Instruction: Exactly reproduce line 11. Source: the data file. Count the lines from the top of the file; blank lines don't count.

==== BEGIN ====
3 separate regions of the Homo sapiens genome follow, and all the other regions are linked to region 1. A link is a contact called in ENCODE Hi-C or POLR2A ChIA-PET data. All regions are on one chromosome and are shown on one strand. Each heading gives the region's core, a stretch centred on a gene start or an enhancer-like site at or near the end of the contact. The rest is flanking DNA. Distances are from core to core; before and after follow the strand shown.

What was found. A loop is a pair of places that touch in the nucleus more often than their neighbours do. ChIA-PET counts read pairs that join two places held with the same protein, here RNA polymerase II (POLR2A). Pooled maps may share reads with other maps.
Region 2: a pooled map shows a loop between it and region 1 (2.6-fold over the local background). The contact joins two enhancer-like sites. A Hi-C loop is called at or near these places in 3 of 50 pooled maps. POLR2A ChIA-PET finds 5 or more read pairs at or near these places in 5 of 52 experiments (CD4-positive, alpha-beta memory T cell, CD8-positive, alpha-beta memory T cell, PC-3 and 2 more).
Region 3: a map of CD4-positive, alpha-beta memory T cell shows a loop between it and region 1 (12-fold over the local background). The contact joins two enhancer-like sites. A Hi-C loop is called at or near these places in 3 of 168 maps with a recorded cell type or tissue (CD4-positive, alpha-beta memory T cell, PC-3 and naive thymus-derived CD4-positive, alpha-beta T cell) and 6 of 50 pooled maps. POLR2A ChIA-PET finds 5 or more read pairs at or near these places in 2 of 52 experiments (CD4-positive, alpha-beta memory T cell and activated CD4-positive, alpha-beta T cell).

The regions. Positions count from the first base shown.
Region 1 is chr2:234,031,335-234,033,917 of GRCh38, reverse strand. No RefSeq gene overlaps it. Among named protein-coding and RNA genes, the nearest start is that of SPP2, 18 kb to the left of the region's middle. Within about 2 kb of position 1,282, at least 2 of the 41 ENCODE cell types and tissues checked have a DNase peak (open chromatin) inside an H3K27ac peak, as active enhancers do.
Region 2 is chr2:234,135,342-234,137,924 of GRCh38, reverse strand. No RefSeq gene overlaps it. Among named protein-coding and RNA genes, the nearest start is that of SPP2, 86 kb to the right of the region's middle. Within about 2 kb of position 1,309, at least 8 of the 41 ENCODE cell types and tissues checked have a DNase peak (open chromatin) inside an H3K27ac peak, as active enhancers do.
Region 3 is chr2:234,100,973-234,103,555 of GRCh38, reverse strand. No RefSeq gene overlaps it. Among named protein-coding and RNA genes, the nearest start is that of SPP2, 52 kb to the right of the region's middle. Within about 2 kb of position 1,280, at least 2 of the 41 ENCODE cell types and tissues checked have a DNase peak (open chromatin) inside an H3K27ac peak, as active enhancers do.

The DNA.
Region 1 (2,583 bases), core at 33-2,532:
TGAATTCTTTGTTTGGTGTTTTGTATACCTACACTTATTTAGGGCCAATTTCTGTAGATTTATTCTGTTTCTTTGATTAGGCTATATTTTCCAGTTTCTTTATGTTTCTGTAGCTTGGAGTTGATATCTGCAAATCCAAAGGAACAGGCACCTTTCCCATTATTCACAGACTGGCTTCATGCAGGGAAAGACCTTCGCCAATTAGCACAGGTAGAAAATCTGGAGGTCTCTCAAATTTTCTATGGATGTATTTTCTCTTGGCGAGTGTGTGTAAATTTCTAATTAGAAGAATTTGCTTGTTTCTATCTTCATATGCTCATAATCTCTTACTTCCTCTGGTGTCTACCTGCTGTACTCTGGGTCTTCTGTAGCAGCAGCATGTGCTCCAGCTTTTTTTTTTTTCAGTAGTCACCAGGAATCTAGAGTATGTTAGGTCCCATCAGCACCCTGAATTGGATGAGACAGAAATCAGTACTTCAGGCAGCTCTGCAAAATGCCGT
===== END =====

TGAATTCTTTGTTTGGTGTTTTGTATACCTACACTTATTTAGGGCCAATTTCTGTAGATTTATTCTGTTTCTTTGATTAGGCTATATTTTCCAGTTTCTTTATGTTTCTGTAGCTTGGAGTTGATATCTGCAAATCCAAAGGAACAGGCACCTTTCCCATTATTCACAGACTGGCTTCATGCAGGGAAAGACCTTCGCCAATTAGCACAGGTAGAAAATCTGGAGGTCTCTCAAATTTTCTATGGATGTATTTTCTCTTGGCGAGTGTGTGTAAATTTCTAATTAGAAGAATTTGCTTGTTTCTATCTTCATATGCTCATAATCTCTTACTTCCTCTGGTGTCTACCTGCTGTACTCTGGGTCTTCTGTAGCAGCAGCATGTGCTCCAGCTTTTTTTTTTTTCAGTAGTCACCAGGAATCTAGAGTATGTTAGGTCCCATCAGCACCCTGAATTGGATGAGACAGAAATCAGTACTTCAGGCAGCTCTGCAAAATGCCGT